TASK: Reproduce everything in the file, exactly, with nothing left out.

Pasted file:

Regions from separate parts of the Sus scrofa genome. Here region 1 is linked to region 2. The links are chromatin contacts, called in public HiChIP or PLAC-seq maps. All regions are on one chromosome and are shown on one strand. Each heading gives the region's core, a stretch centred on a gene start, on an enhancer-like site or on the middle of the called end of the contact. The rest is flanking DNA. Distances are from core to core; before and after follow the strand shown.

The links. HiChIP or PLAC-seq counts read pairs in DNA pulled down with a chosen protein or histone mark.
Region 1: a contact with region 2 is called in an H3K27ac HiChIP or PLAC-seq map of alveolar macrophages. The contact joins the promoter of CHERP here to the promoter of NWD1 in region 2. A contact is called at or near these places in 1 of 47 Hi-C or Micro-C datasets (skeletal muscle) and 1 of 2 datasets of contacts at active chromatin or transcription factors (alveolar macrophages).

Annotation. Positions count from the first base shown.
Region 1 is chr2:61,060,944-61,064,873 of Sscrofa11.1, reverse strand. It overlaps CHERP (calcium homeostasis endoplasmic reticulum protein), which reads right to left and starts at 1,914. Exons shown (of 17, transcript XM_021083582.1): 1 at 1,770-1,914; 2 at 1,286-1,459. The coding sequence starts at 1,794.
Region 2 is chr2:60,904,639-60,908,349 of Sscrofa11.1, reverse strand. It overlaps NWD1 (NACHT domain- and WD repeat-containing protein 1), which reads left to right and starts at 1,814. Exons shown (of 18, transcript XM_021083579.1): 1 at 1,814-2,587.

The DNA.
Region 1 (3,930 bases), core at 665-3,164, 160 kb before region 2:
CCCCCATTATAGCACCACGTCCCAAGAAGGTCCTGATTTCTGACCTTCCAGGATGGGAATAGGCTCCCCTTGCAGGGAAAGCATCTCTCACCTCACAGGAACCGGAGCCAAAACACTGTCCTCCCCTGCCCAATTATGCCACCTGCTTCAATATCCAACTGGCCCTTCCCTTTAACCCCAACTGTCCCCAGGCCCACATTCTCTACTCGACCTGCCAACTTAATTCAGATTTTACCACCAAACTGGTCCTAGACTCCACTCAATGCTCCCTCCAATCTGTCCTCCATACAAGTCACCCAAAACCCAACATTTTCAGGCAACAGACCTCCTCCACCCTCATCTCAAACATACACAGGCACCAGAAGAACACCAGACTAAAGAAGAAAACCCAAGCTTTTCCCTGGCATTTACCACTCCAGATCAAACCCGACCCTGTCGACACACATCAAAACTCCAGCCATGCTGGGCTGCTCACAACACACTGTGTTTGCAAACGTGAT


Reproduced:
Regions from separate parts of the Sus scrofa genome. Here region 1 is linked to region 2. The links are chromatin contacts, called in public HiChIP or PLAC-seq maps. All regions are on one chromosome and are shown on one strand. Each heading gives the region's core, a stretch centred on a gene start, on an enhancer-like site or on the middle of the called end of the contact. The rest is flanking DNA. Distances are from core to core; before and after follow the strand shown.

The links. HiChIP or PLAC-seq counts read pairs in DNA pulled down with a chosen protein or histone mark.
Region 1: a contact with region 2 is called in an H3K27ac HiChIP or PLAC-seq map of alveolar macrophages. The contact joins the promoter of CHERP here to the promoter of NWD1 in region 2. A contact is called at or near these places in 1 of 47 Hi-C or Micro-C datasets (skeletal muscle) and 1 of 2 datasets of contacts at active chromatin or transcription factors (alveolar macrophages).

Annotation. Positions count from the first base shown.
Region 1 is chr2:61,060,944-61,064,873 of Sscrofa11.1, reverse strand. It overlaps CHERP (calcium homeostasis endoplasmic reticulum protein), which reads right to left and starts at 1,914. Exons shown (of 17, transcript XM_021083582.1): 1 at 1,770-1,914; 2 at 1,286-1,459. The coding sequence starts at 1,794.
Region 2 is chr2:60,904,639-60,908,349 of Sscrofa11.1, reverse strand. It overlaps NWD1 (NACHT domain- and WD repeat-containing protein 1), which reads left to right and starts at 1,814. Exons shown (of 18, transcript XM_021083579.1): 1 at 1,814-2,587.

The DNA.
Region 1 (3,930 bases), core at 665-3,164, 160 kb before region 2:
CCCCCATTATAGCACCACGTCCCAAGAAGGTCCTGATTTCTGACCTTCCAGGATGGGAATAGGCTCCCCTTGCAGGGAAAGCATCTCTCACCTCACAGGAACCGGAGCCAAAACACTGTCCTCCCCTGCCCAATTATGCCACCTGCTTCAATATCCAACTGGCCCTTCCCTTTAACCCCAACTGTCCCCAGGCCCACATTCTCTACTCGACCTGCCAACTTAATTCAGATTTTACCACCAAACTGGTCCTAGACTCCACTCAATGCTCCCTCCAATCTGTCCTCCATACAAGTCACCCAAAACCCAACATTTTCAGGCAACAGACCTCCTCCACCCTCATCTCAAACATACACAGGCACCAGAAGAACACCAGACTAAAGAAGAAAACCCAAGCTTTTCCCTGGCATTTACCACTCCAGATCAAACCCGACCCTGTCGACACACATCAAAACTCCAGCCATGCTGGGCTGCTCACAACACACTGTGTTTGCAAACGTGAT